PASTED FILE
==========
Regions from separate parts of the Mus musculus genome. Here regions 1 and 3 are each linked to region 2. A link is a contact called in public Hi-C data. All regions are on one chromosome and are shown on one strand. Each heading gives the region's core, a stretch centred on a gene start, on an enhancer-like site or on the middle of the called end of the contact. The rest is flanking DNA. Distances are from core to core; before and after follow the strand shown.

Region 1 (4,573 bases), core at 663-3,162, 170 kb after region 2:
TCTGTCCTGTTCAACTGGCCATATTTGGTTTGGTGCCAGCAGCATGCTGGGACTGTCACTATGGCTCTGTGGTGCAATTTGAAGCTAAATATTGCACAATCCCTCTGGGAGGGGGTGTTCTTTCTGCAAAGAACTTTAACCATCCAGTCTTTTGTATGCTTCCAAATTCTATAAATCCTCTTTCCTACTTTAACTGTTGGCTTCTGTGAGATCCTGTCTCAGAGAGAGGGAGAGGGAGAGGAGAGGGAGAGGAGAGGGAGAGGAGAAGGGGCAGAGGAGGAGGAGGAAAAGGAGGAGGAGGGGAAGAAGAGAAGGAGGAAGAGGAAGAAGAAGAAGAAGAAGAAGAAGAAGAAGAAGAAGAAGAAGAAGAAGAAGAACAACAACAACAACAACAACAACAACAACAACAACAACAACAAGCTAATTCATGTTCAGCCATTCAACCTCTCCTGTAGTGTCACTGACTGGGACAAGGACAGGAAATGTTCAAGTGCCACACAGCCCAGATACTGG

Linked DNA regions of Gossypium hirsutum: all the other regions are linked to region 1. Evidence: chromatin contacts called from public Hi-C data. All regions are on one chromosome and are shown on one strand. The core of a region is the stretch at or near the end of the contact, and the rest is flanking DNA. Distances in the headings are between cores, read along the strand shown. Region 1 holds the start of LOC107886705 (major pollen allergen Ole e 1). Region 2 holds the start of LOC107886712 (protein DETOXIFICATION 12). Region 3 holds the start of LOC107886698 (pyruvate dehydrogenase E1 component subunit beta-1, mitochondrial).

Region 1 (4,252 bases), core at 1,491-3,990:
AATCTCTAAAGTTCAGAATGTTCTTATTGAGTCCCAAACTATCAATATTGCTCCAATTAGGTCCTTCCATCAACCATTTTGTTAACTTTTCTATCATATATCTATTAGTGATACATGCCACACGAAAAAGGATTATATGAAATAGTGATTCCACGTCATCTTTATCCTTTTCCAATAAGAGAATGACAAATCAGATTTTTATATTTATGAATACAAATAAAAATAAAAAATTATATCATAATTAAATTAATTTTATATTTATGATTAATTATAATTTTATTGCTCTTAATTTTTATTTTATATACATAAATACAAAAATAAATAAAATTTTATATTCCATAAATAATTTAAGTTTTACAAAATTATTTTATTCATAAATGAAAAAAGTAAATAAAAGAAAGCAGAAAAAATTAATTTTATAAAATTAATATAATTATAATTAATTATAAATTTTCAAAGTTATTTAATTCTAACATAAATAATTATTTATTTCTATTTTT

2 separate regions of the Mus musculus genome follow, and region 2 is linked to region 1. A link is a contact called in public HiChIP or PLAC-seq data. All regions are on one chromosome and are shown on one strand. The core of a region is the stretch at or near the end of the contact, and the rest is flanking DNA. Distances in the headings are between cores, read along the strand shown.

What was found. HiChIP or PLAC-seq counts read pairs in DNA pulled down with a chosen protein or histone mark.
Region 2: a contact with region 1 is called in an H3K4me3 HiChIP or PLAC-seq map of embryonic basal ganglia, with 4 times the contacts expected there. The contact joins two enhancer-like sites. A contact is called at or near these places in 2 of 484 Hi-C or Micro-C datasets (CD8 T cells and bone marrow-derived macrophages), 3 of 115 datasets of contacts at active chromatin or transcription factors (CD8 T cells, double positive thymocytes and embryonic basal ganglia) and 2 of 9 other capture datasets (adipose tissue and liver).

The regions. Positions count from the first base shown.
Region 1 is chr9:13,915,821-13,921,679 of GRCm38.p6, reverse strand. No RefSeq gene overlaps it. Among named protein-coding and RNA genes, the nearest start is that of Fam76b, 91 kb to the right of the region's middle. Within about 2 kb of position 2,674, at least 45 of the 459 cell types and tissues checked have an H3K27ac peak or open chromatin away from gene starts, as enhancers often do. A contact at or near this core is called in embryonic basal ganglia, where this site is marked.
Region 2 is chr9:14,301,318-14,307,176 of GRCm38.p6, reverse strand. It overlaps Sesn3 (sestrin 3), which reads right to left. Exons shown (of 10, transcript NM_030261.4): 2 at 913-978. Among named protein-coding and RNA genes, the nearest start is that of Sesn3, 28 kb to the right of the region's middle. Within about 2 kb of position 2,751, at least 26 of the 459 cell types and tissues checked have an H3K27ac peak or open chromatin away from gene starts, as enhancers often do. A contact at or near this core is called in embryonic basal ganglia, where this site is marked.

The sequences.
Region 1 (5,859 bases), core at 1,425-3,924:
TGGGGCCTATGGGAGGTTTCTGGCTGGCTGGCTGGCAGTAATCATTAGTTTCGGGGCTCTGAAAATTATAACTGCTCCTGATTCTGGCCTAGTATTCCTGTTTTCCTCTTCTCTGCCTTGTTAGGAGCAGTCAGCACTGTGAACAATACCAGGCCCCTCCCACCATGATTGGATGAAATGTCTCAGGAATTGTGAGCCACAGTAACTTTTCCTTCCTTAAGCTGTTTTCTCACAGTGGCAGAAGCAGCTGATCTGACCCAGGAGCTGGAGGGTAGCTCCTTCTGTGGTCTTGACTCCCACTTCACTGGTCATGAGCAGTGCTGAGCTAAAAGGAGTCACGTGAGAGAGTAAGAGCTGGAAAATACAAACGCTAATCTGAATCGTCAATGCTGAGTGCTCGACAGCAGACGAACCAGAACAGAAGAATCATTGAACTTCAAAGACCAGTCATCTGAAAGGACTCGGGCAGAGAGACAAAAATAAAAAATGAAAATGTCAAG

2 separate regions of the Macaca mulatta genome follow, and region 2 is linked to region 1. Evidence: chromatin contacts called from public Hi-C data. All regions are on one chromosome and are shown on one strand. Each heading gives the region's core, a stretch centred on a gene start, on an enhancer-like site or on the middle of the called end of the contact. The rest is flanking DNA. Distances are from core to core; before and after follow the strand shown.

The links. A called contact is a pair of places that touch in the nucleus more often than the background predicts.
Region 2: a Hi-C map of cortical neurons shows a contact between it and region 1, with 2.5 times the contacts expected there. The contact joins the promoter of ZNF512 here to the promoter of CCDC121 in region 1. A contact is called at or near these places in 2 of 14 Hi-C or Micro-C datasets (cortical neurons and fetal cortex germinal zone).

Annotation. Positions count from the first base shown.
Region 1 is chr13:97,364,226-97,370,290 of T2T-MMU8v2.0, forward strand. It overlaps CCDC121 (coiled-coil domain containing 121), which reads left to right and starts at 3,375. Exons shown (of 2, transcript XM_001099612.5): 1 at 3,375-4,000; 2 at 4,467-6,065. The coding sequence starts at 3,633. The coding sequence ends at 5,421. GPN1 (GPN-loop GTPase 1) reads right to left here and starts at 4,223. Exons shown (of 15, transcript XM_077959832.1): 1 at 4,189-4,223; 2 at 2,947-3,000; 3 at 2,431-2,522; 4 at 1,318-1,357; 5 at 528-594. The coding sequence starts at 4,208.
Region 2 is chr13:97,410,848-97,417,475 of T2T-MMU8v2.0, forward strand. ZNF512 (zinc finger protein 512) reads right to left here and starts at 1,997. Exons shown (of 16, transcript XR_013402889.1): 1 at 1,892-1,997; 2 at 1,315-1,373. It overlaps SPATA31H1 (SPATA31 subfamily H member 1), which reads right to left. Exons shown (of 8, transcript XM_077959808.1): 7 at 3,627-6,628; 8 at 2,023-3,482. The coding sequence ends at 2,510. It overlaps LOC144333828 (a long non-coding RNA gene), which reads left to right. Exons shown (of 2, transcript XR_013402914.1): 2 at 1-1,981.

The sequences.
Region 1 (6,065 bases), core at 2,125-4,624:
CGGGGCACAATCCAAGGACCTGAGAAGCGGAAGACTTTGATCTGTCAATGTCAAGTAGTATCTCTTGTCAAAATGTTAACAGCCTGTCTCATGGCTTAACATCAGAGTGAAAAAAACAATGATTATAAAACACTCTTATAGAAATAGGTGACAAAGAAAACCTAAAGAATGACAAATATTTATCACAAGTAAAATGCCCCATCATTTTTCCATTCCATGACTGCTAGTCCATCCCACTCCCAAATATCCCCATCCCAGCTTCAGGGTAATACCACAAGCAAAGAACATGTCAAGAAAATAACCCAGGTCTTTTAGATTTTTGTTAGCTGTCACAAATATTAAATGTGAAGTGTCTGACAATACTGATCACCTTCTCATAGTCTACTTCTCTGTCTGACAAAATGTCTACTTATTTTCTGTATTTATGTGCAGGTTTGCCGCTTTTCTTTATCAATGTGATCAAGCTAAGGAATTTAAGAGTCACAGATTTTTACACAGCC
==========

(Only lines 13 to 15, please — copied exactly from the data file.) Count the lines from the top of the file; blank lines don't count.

The sequences.
Region 1 (5,859 bases), core at 1,425-3,924:
TGGGGCCTATGGGAGGTTTCTGGCTGGCTGGCTGGCAGTAATCATTAGTTTCGGGGCTCTGAAAATTATAACTGCTCCTGATTCTGGCCTAGTATTCCTGTTTTCCTCTTCTCTGCCTTGTTAGGAGCAGTCAGCACTGTGAACAATACCAGGCCCCTCCCACCATGATTGGATGAAATGTCTCAGGAATTGTGAGCCACAGTAACTTTTCCTTCCTTAAGCTGTTTTCTCACAGTGGCAGAAGCAGCTGATCTGACCCAGGAGCTGGAGGGTAGCTCCTTCTGTGGTCTTGACTCCCACTTCACTGGTCATGAGCAGTGCTGAGCTAAAAGGAGTCACGTGAGAGAGTAAGAGCTGGAAAATACAAACGCTAATCTGAATCGTCAATGCTGAGTGCTCGACAGCAGACGAACCAGAACAGAAGAATCATTGAACTTCAAAGACCAGTCATCTGAAAGGACTCGGGCAGAGAGACAAAAATAAAAAATGAAAATGTCAAG